When Babelfish happens to good Japanese people….
When Babelfish happens to good Japanese people….
Monday morning came early after our hedonistic feast at the Molecular Bar, but we awoke (albeit a little later than planned) adamant to catch the action at the Tsukiji Fish Market on the Tokyo Bay. The market is the largest wholesale fish and seafood market in the world, and the day typically begins bright and early with a tuna auction around 5:30am. It would be easy to visit Tokyo and forget that it sits almost directly on the ocean, but at Tsukiji, one realizes what great real estate Tokyo boasts as far as seafood. Nearly all the seafood in Japan passes through Tsukiji before it goes on its way to the various tips of the country. Even tuna caught in my neighboring town, Oma, goes all the way down to Tokyo before it is shipped back and resold in the two supermarkets here. (Though if you know any fisherman, as almost everyone in Kazamaura or Oma does, you bypass this silly step entirely.)
A fully operating daily market, the Tsukiji Fish Market is comprised of a huge warehouse, at the center, where the big tuna auctions take place. Surrounding the warehouse are stalls upon stalls of individual sellers, offering up everything from hoya (sea pineapple), ikura (fresh salmon roe), any assortment of fish, squid, or eel your heart desires, and, ofcourse, maguro, (tuna) in all its many cuts and forms. Outside of the covered market, and between the roadway arteries where zip all forms of man- and gas-powered vehicle at Level 5 Frogger speed, are the shops selling wholesale veggies, knives, pottery, pickles, and my favorite: the early morning sushi and sashimi shops, barely wide enough for a single bar seat. The equivalent of $30 got us two cups of green tea, ten varied nigiri, a few sushi rolls, and two steaming bowls of miso soup. A breakfast that was hard to beat in price, freshness, and taste.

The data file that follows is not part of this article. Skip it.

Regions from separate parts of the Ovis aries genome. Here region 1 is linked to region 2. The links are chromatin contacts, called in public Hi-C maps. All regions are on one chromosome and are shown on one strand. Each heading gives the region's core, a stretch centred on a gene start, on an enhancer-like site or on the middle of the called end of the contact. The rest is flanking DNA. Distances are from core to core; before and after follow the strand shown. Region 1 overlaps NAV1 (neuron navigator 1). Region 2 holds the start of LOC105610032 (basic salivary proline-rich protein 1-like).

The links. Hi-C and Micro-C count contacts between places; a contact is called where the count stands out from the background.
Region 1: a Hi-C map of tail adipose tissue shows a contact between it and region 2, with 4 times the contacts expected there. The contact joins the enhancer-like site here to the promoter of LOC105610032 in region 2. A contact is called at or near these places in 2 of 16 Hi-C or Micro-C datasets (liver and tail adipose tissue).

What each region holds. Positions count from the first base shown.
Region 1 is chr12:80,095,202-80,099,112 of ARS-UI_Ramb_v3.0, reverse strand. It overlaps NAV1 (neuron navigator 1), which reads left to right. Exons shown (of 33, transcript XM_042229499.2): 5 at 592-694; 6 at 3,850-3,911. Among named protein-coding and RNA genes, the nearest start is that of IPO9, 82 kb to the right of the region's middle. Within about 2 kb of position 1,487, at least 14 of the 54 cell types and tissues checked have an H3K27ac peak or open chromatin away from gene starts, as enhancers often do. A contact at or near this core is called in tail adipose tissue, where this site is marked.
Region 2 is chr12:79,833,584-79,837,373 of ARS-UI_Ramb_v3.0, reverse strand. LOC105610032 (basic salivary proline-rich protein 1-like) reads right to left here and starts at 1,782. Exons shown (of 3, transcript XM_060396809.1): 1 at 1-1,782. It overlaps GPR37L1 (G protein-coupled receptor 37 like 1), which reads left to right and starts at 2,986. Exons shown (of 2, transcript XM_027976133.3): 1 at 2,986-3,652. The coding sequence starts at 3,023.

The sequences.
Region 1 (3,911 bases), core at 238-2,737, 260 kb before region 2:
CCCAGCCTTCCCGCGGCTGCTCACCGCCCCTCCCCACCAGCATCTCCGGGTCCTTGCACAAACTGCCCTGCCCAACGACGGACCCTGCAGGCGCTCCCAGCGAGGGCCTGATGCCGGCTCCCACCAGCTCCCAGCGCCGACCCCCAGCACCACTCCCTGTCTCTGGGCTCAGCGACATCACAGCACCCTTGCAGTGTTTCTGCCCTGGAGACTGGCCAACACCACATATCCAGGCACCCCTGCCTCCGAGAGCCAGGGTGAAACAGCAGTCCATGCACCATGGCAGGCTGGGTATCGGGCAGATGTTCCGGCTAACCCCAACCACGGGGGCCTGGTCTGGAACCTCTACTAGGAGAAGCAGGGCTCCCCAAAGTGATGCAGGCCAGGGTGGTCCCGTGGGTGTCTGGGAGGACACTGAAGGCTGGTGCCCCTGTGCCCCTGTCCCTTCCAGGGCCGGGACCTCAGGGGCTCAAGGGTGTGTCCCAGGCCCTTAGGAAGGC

As a (sea)food lover, Japan has been a pretty big treat in terms of feeding my hankering for fresh, good quality fish. However, I can’t help but be suspicious at the grocery store when I purchase cheap fish, or when I stroll the bustling, bursting, cultural and epicurian hub of Tsukiji, and wonder…how these fishing practices can continue sustainably. They, Japan, subsidizes their fishing industry in the same way we, America, subsidize our meat industry: nearly to the point of exhaustion. Small fishing villages like Kazamaura and Oma consistently bring in less and less of everything, compared to years past. And in a country where you still find neat, pink packages of kujira (whale) in your average supermarket, and further, where the hunting of whales has been justified since they “eat all the tuna,” I struggle to find a happy medium in the seafood department. I love eating melt-in-your-mouth toro sashimi (an especially marbled and delicious cut of tuna) but I have also heard it likened to the negative environmental impact of driving a Hummer. All that said, it is hard to take away from the unique experience that is Tsukiji and I believe you must appreciate it for what it is, without losing sight of its very real, slippery underbelly.